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Travis_Culp 0 · March 19, 2013 at 5:55 PM

No, don't listen to the scare tactics. Nuts like almonds are a great source of nutrition (especially magnesium and vitamin E, which are pretty scarce in most diets). Anyone who likes nuts and isn't allergic should eat a lot of them. In general,... (more)

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by 571 · about 12 hours ago

Does phytic acid bind to all the minerals, including magnesium? I eat about 30 grams of toasted wheat bran per day and I was wondering whether I actually absorb the supposed 180 mg of magnesium in it.

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Mscott 0 · February 07, 2013 at 6:55 AM

You definitely won't absorb all of the magnesium, but you'll absorb some of it. However, you may end up increasing your excretion of other minerals and possibly vitamins, even ones not in the bran (see links below). That's the insoluble fiber and... (more)

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by 570 · about 12 hours ago

I have heard that dark chocolate has lots of magnesium. I have heard that dark chocolate has lots of phytic acid. Doesn't the one counteract the other or am I wrong on one of these points? Thanks for your help!

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Flip_2 0 · July 21, 2012 at 2:57 PM

I would not rely on "pleasure foods" as nutrient staples. Red Wine, coffee, dark chocolate, honey and such sould be consumed as a comfort option, rather than a daily source of anything. Just as in the same fashion as always, the key is "rotation,... (more)

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by 313 · about 12 hours ago

I was wondering if germinating seeds results in the reduction of some minerals, including magnesium and potassium, since these minerals are water soluble. I know it is said the vitamin content increases but I do not hear much about the mineral... (more)

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by 313 · about 12 hours ago

If I made my own rice milk, with brown rice, or if I bought some, a good organic brand with ingredients I am comfortable with of course, would it contain a significant amount of phytic acid? I know a good amount of phytic acid is supposedly... (more)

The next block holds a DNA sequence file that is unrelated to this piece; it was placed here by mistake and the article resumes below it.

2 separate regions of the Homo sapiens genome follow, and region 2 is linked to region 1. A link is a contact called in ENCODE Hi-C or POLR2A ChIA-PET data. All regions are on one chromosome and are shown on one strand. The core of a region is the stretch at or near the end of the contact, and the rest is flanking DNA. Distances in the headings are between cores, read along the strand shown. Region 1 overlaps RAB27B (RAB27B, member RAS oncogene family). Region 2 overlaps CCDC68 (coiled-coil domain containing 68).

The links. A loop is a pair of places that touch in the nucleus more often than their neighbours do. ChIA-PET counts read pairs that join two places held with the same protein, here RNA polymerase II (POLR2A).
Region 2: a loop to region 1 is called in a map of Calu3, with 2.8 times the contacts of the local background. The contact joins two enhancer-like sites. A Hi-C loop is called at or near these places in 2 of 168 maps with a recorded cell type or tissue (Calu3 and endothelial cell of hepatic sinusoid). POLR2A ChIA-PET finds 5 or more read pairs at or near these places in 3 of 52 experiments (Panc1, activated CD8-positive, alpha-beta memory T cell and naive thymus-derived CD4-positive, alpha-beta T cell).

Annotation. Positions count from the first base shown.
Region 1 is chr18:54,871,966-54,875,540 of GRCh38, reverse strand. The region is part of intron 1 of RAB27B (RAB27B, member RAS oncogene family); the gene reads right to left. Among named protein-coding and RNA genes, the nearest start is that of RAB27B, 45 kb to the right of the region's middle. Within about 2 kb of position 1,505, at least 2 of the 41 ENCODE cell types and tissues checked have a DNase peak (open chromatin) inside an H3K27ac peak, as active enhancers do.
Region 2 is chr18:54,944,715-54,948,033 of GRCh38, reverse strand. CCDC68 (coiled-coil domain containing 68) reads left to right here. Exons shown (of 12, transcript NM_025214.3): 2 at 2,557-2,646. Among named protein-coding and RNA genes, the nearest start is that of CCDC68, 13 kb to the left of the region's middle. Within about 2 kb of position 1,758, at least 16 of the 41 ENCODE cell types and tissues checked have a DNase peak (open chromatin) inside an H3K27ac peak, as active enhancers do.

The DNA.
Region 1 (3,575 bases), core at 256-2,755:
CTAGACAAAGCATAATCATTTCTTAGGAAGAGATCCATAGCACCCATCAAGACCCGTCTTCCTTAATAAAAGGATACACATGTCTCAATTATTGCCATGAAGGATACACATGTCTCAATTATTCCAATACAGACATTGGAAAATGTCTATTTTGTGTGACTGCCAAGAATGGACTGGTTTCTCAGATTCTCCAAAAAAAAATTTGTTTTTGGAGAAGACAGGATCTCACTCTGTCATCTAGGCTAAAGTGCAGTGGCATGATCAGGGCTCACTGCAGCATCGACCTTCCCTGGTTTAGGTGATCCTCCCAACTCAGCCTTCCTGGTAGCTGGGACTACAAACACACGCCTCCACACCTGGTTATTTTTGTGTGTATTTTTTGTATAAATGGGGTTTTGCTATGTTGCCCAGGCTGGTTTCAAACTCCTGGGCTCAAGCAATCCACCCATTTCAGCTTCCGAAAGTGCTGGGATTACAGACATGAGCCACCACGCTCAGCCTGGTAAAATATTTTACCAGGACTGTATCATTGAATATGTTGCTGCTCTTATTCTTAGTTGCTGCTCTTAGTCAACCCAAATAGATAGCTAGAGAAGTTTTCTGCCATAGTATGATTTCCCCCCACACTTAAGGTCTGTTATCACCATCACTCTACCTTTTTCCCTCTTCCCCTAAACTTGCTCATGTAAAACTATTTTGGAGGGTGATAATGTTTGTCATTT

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dav 0 · December 12, 2011 at 10:43 AM

Water doesn't "break down" phytic acid. The affected minerals - zinc, iron, calcium and others - are insoluble when bound to phytate. Boiling does not generally raise the temperature of these mineral phytates sufficiently to break their bonds;... (more)

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by 20411 · about 12 hours ago

See "Is phytate really a problem?" by Lucas Tafur: http://www.lucastafur.com/2011/10/is-phytate-really-problem.html "The dangers of phytic acid have been overestimated. Contrary to popular the paleo belief, phytic acid might be beneficial in... (more)

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Lucas_Tafur 0 · November 30, 2011 at 1:11 AM

raydawg said: Since we know that grains such as wheat cause leaky gut and therefore autoimmune issues, the statement that "but we cant also conclude that whole-grains are unhealthy" is clearly incorrect. This theory is too simplistic to... (more)

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by 480 · about 12 hours ago

I've seen posts about phytic acid - with people arguing both points. People seem to almost unanimously denounce phytic acid, but others cite sources and have some agreement that any method to control long term iron aborbtion would be beneficial to... (more)

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Anonymous_Chump 0 · November 29, 2011 at 1:56 AM

Don Matesz has an interesting take on it: http://donmatesz.blogspot.com/2011/10/phytate-facts.html "I have never seen any evidence that dietary phytate causes mineral deficiencies except in the context of overall poor quality diet, such as... (more)

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by 385 · about 12 hours ago

So I am an environmental educator at a residential facility. All of the food is already prepared. I avoid most of the grains (and nuts, really), but have found that it is difficult to be purely paleo (vegetable oils). Given that I am lacking... (more)

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Jack_Kronk 0 · September 28, 2011 at 2:54 PM

I don't think eating phytase along with phytates counterbalance each other in that way. You can add a phytase containing item (like buckwheat flour) to a phytate containing item (like oats) to neutralize it during fermentation, but I've never... (more)

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by 1811 · about 12 hours ago

Although I'm a committed Paleo eater, I've recently gotten to thinking... Historically, could a certain amount of phytic acid have made sense in a diet that included high levels of minerals (like the Paleo diet)? Granted, eating something like a... (more)

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Primordial 0 · December 12, 2011 at 6:39 PM

It seems the only problem is too much iron. I don't know of any other mineral which is harmful in bigger amounts when consuming a diet without much phytic acid. This is the hypothesis about the "adaptive response": The high incidence of HH... (more)

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by 12847 · about 12 hours ago